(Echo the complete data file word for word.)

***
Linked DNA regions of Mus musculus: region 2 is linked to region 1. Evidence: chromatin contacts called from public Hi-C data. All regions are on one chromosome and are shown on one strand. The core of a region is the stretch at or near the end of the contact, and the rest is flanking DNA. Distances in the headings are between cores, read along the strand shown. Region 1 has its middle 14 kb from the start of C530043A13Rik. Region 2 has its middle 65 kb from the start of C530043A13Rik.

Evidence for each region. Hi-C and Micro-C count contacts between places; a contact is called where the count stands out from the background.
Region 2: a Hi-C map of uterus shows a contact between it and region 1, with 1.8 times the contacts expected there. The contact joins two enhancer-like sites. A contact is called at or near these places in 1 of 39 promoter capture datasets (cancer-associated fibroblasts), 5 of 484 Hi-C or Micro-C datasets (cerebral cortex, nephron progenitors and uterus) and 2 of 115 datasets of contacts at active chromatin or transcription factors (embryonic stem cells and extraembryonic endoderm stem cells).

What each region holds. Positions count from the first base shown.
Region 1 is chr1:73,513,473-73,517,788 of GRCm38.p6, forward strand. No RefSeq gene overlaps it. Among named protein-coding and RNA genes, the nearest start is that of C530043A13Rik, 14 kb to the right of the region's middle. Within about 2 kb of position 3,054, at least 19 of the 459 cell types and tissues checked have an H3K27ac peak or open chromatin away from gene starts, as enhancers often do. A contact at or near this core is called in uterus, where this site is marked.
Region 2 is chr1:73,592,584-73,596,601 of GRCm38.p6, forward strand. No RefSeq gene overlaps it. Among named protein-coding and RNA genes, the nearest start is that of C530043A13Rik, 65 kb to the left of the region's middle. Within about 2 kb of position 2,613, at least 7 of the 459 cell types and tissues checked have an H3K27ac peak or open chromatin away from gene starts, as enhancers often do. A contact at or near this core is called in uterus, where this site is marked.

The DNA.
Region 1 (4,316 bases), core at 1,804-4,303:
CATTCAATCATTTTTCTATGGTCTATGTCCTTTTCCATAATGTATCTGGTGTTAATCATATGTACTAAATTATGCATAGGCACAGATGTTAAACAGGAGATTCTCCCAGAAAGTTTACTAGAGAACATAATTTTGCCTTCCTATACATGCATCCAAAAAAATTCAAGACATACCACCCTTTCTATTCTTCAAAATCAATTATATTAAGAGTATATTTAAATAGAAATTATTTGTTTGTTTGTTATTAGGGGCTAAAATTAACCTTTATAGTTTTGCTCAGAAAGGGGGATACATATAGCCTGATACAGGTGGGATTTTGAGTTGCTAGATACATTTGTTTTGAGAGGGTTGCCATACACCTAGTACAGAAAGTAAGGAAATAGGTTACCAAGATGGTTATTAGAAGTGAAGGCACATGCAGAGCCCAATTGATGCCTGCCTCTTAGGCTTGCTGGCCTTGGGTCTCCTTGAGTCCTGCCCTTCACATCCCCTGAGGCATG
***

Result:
Linked DNA regions of Mus musculus: region 2 is linked to region 1. Evidence: chromatin contacts called from public Hi-C data. All regions are on one chromosome and are shown on one strand. The core of a region is the stretch at or near the end of the contact, and the rest is flanking DNA. Distances in the headings are between cores, read along the strand shown. Region 1 has its middle 14 kb from the start of C530043A13Rik. Region 2 has its middle 65 kb from the start of C530043A13Rik.

Evidence for each region. Hi-C and Micro-C count contacts between places; a contact is called where the count stands out from the background.
Region 2: a Hi-C map of uterus shows a contact between it and region 1, with 1.8 times the contacts expected there. The contact joins two enhancer-like sites. A contact is called at or near these places in 1 of 39 promoter capture datasets (cancer-associated fibroblasts), 5 of 484 Hi-C or Micro-C datasets (cerebral cortex, nephron progenitors and uterus) and 2 of 115 datasets of contacts at active chromatin or transcription factors (embryonic stem cells and extraembryonic endoderm stem cells).

What each region holds. Positions count from the first base shown.
Region 1 is chr1:73,513,473-73,517,788 of GRCm38.p6, forward strand. No RefSeq gene overlaps it. Among named protein-coding and RNA genes, the nearest start is that of C530043A13Rik, 14 kb to the right of the region's middle. Within about 2 kb of position 3,054, at least 19 of the 459 cell types and tissues checked have an H3K27ac peak or open chromatin away from gene starts, as enhancers often do. A contact at or near this core is called in uterus, where this site is marked.
Region 2 is chr1:73,592,584-73,596,601 of GRCm38.p6, forward strand. No RefSeq gene overlaps it. Among named protein-coding and RNA genes, the nearest start is that of C530043A13Rik, 65 kb to the left of the region's middle. Within about 2 kb of position 2,613, at least 7 of the 459 cell types and tissues checked have an H3K27ac peak or open chromatin away from gene starts, as enhancers often do. A contact at or near this core is called in uterus, where this site is marked.

The DNA.
Region 1 (4,316 bases), core at 1,804-4,303:
CATTCAATCATTTTTCTATGGTCTATGTCCTTTTCCATAATGTATCTGGTGTTAATCATATGTACTAAATTATGCATAGGCACAGATGTTAAACAGGAGATTCTCCCAGAAAGTTTACTAGAGAACATAATTTTGCCTTCCTATACATGCATCCAAAAAAATTCAAGACATACCACCCTTTCTATTCTTCAAAATCAATTATATTAAGAGTATATTTAAATAGAAATTATTTGTTTGTTTGTTATTAGGGGCTAAAATTAACCTTTATAGTTTTGCTCAGAAAGGGGGATACATATAGCCTGATACAGGTGGGATTTTGAGTTGCTAGATACATTTGTTTTGAGAGGGTTGCCATACACCTAGTACAGAAAGTAAGGAAATAGGTTACCAAGATGGTTATTAGAAGTGAAGGCACATGCAGAGCCCAATTGATGCCTGCCTCTTAGGCTTGCTGGCCTTGGGTCTCCTTGAGTCCTGCCCTTCACATCCCCTGAGGCATG